A multi-million dollar international drug operation has been upended with New Zealand, Australian, and Canadian authorities working together to uncover an elaborate scheme to import methamphetamine hidden in maple syrup.
In January, the shipment of maple syrup from Canada was intercepted and found to be concealing nearly three quarters of a tonne of methamphetamine.
It was part of a wider shipment of methamphetamine bound for the Australasian market, which saw law enforcement in New Zealand, Australia, and Canada working together and co-ordinating their respective investigations.
Under Operation Regis, New Zealand Police worked alongside New Zealand Customs Service on the interception of 713 kilograms of methamphetamine.
In February, five men aged between 22 and 45 were arrested at a rural property near Helensville when they took possession of the bulk of the consignment.
A sixth man, aged 28, was also arrested when he sought to take possession of the remainder of the consignment.
They are due to reappear in the North Shore and Auckland District Courts in due course.
Police have continued to work in partnership with New Zealand Customs, the Royal Canadian Mounted Police, Australian Federal Police, and Victoria Police following the interception.
Police Commissioner Andrew Coster says the interception of methamphetamine is the largest New Zealand has seen at its border, but authorities cannot afford to relax.
“The international drug trade and organised crime groups are creating havoc and harm in communities around the globe, and our best opportunity to disrupt, intercept, and keep our communities safe, is to work collaboratively with other agencies, and other nations.
“This seizure of nearly three quarters of a tonne shows the effectiveness of working across borders.”
Commissioner Coster says this is a significant result by our National Organised Crime Group, alongside our partner agencies in New Zealand and across the globe to combat the harm methamphetamine causes to our communities.
“Had this shipment been distributed across New Zealand it would have caused immense harm to the vulnerable communities these criminal groups were preying upon.”
Police estimate this seizure would have caused close to $800 million worth of social harm, according to drug harm index figures.
“We know that drugs are a major driver of crime in New Zealand, and we see first-hand how damaging the impact of addiction in our communities is,” says Commissioner Coster.
“We are committed to disrupting and dismantling drug networks identified through a multi-agency, international partnerships approach.”
New Zealand Customs Comptroller Christine Stevenson says Customs is increasingly seeing transnational organised crime groups undertaking large-scale drug smuggling attempts like this one to try to breach our border.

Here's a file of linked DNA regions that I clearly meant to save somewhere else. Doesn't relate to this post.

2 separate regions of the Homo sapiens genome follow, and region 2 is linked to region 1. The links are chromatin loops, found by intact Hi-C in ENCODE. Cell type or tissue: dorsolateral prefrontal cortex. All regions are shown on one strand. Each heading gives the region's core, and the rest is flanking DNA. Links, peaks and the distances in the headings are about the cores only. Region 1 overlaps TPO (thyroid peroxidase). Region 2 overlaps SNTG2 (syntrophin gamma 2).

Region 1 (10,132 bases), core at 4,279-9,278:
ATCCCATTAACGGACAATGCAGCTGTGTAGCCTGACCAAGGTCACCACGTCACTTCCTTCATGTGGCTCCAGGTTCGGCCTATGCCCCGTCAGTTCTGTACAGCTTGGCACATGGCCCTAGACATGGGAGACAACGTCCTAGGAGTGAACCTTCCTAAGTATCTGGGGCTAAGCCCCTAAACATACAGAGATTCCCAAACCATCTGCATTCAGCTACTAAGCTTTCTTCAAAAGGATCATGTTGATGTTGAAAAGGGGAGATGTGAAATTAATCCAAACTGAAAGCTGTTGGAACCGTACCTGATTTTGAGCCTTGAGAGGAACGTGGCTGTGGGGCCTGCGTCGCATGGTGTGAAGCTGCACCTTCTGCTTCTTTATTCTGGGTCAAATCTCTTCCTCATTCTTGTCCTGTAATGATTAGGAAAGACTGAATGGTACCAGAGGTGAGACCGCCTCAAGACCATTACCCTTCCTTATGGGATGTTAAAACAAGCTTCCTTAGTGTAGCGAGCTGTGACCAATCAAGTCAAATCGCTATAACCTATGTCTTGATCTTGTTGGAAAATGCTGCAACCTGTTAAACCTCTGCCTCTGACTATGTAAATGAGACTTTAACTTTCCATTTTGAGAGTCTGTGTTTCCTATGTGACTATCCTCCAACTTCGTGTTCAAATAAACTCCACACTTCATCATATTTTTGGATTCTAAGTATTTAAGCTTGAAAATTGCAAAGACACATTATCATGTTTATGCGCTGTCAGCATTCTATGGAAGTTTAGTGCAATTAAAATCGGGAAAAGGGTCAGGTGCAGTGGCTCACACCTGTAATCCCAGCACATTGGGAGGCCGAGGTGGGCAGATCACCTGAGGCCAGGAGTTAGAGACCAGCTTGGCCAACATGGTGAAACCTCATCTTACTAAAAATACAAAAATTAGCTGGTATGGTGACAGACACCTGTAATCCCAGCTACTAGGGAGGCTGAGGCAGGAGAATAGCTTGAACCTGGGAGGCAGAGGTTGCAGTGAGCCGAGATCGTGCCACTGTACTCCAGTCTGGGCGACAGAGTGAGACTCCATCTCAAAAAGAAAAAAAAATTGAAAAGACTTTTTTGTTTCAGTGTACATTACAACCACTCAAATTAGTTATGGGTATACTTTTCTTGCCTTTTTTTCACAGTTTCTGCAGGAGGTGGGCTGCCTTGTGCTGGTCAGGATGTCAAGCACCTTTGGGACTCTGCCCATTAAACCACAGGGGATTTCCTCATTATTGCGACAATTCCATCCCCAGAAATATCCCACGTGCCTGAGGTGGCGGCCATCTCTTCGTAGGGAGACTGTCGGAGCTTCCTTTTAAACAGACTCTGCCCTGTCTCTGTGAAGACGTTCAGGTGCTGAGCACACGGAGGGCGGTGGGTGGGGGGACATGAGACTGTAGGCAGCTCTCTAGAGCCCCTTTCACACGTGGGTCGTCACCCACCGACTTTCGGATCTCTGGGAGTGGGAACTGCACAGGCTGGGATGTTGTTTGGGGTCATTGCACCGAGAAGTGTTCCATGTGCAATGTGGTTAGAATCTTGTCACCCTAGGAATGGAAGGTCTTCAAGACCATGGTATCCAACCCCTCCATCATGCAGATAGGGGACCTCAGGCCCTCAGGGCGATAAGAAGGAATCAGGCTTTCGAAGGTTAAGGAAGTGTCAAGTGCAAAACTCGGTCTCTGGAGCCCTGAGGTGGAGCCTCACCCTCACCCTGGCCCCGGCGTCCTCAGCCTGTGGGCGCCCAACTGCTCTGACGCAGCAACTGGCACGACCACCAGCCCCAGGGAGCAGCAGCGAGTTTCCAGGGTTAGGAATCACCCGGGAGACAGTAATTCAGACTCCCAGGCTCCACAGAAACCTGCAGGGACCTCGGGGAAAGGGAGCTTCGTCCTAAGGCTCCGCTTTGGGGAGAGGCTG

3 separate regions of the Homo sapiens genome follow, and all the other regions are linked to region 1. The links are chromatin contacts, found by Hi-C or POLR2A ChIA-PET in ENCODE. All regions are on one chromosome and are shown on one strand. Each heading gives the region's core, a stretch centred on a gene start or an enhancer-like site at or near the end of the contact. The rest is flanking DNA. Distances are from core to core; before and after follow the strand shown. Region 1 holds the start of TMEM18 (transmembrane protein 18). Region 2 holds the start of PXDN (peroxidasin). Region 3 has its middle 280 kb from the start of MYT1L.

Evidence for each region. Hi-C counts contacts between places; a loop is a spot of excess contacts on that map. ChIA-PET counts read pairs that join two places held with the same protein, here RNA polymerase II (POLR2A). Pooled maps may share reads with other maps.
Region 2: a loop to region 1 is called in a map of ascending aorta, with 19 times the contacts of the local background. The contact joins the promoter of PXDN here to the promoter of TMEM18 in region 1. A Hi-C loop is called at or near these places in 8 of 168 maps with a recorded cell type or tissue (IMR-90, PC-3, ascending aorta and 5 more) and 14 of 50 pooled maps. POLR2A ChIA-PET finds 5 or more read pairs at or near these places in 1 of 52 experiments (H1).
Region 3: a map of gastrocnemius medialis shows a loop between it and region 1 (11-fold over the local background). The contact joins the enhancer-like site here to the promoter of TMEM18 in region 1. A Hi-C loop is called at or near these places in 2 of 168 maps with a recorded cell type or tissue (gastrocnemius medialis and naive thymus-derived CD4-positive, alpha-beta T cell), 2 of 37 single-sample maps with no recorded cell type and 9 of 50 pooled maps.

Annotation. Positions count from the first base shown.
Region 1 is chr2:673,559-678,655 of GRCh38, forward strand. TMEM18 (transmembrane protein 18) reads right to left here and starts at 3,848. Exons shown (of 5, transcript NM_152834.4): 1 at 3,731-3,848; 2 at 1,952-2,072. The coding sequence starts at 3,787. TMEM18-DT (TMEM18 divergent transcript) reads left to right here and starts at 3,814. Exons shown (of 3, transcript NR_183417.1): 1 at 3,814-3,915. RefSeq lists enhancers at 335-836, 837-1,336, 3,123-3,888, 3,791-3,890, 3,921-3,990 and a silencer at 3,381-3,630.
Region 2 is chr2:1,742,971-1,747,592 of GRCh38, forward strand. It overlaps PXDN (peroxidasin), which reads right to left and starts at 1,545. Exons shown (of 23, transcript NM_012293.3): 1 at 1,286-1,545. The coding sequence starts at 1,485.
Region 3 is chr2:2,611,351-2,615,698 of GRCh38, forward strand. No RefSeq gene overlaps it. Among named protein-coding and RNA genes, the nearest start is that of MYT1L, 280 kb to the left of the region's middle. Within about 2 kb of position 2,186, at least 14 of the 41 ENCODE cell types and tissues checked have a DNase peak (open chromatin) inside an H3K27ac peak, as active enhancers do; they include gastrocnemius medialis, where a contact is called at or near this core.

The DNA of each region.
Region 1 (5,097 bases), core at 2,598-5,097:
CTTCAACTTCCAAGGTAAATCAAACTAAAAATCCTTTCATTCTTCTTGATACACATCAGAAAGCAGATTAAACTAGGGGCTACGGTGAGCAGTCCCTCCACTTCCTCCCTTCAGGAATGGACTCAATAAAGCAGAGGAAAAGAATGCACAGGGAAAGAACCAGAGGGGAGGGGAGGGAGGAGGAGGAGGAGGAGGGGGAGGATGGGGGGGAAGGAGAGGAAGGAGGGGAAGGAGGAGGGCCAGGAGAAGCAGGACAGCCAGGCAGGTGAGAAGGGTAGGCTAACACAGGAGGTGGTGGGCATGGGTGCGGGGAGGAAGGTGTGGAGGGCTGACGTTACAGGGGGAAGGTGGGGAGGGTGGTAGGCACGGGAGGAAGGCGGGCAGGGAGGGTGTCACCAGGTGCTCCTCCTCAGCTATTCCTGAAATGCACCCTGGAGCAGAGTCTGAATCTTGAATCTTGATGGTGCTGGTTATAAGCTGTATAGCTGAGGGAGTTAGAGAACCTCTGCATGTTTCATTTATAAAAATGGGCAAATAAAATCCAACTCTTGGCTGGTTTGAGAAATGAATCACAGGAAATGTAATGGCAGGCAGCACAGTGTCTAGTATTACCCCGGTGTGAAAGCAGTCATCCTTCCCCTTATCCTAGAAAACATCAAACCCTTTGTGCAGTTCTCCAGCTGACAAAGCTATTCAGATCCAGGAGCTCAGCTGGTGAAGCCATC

“It points to the determination of these criminals to peddle their harm in our communities for their own personal wealth and at the expense of our communities, regardless of the damage to social, health and wider economic wellbeing.
“This seizure, along with other large seizures over the past 12 months, shows that New Zealand Customs and our partners remain ready and able to intercept a significant proportion of the drugs these criminal groups try to smuggle here.
“Our message to transnational organised crime is that we are aware of what they are doing, how they are doing it, and we will use the combined resources of New Zealand Customs and our partner agencies here in New Zealand and around the world to stop them and hit the profits they try to extract from our communities and our economy,” Christine Stevenson said.
In Australia, a multi-agency international investigation was launched after the Canada Border Services Agency identified a suspicious shipment that contained 18 pallets of canola oil in a shipment destined for Melbourne from Canada under Operation Parkes.
There, a staggering three tonnes of methamphetamine was discovered, which has subsequently led to a number of local arrests in Melbourne, alleged to be responsible for multiple drug import attempts bound for Melbourne since late 2022, including the shipment halted at the New Zealand border.
AFP Assistant Commissioner Hilda Sirec said the drug seizures and arrests highlighted the damage that law enforcement agencies could inflict on transnational drug trafficking networks by working together across borders.
“The AFP, together with local and international partners are committed to identifying, dismantling and prosecuting criminal syndicates that cause harm in each of our countries,” Commissioner Sirec said.
“We are using our combined reach to disrupt drug supply chains and hold criminals to account… no matter where they are in the world.”
Acting Officer in Charge of the British Columbia Royal Canadian Mounted Police Federal Serious and Organized Crime Major Projects team, Inspector Jillian Wellard, says this investigation is a perfect example of why collaboration between policing partners is crucial to combatting transnational organised crime.
“From initial detection by Canada Border Services Agency, to the sharing of critical intelligence between the RCMP, New Zealand Police, New Zealand Customs, and Australian Federal Police, keeping our communities safe from these illicit and toxic drugs increasingly takes a global effort.”
Regional Director, Pacific Region for the Canada Border Services Agency, Nina Patel, says: “Canada Border Services Agency Intelligence and Enforcement Officers from British Columbia assisted in the investigation that led to the seizure of nearly three quarters of a tonne of methamphetamine in New Zealand.
“We are proud to have worked alongside the New Zealand and Australian authorities and our partners at the Royal Canadian Mounted Police to combat organised crime and protect our communities.”